The insurance salesman thought a radio station would be a good thing and he rented the newcomer space in a building of his in the seamier part of town.

Thomson’s long suffering engineer cobbled together the parts for broadcast output and fell foul of the law until his tight fisted boss paid union dues. The new station started with a piano and a few records. Even the sole announcer became fed up with playing ‘In a Monastery Garden’ several times a day because the discs were scarce.

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Mine Money Triangle – By Leslie McFarlane (Maclean’s – April 15, 1938)

Inco Advertising 1939Prosperity, modernity, pioneer color and a relief problem
– You’ll find them all in the Big Three of Ontario mining

Considering Northern Ontario’s glittering triangle. At the apex, toward the eastern border of the province, lies Kirkland Lake; one hundred miles west and a little north, timmins; southward, along that invisible boundary that makes Ontario two provinces in one, Sudbury.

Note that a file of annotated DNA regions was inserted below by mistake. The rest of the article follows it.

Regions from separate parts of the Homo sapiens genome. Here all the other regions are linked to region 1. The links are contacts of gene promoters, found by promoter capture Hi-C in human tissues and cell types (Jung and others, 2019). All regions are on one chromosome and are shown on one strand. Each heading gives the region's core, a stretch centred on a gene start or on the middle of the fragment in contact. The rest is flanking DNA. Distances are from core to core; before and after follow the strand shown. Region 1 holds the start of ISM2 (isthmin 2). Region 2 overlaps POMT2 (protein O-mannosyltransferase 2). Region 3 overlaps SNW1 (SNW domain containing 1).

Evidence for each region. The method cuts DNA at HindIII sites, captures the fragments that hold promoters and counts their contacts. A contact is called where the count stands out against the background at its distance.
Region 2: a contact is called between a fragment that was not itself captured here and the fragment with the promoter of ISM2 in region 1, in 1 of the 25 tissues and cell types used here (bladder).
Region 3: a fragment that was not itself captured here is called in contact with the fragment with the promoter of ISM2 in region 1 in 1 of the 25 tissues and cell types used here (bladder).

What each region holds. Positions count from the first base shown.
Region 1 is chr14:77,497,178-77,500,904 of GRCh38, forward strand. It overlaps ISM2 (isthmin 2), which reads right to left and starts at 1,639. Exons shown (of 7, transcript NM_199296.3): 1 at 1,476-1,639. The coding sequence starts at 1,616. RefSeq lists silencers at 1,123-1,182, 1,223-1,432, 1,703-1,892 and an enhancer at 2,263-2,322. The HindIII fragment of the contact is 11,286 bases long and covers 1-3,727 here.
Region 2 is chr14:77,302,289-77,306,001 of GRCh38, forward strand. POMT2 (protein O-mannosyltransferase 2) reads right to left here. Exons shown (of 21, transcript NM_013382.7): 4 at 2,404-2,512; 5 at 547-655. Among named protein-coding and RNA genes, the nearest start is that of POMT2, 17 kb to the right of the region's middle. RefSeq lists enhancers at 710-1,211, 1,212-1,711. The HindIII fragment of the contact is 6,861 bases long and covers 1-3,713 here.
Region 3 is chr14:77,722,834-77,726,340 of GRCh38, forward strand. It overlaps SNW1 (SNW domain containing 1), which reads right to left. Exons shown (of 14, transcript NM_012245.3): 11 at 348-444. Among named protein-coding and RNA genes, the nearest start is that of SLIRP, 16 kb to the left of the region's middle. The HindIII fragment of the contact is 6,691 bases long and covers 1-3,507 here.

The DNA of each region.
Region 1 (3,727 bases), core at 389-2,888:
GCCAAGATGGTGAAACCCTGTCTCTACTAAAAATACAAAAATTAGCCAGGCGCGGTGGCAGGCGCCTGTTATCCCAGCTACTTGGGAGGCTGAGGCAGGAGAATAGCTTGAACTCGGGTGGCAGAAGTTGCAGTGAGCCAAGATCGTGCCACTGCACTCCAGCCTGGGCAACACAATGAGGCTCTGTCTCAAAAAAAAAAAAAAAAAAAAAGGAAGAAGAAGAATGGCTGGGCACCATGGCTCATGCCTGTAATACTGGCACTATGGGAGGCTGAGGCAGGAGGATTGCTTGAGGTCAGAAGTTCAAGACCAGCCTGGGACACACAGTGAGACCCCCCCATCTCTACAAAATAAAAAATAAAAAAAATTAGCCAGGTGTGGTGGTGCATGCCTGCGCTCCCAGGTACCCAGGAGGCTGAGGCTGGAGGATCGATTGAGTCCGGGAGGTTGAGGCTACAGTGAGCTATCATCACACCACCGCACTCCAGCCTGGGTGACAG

No communities in all of Canada are busier, none more prosperous. The same golden light shines on each. Close together geographically, speaking the same language of mines and mining in a score of tongues, with a common tradition of pioneer luck and labor and a common destiny in that their wealth is derived from the rock, it might seem that they would share a common personality. They don’t. They are too vital for that.

Each of the three communities is distinctive in its own right.

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The Shy Philanthropist from Schumacher – Michael Barnes

They speak well of Fred Schumacher in the community which honours his name just outside of Timmins. He was well-to-do before he came to the gold camp and seems to have made money for fun there.

Born in Denmark in 1863, the young immigrant to the United States eventually became a pharmacist but he did not make drug dispensing his occupation. Instead he became a salesman and later married the daughter of the firm’s owner.

He founded his own patent medicine firm and became rich in the process. Then he decided he needed some excitement in his life and investigated the potential of the new gold-fields in Northern Ontario.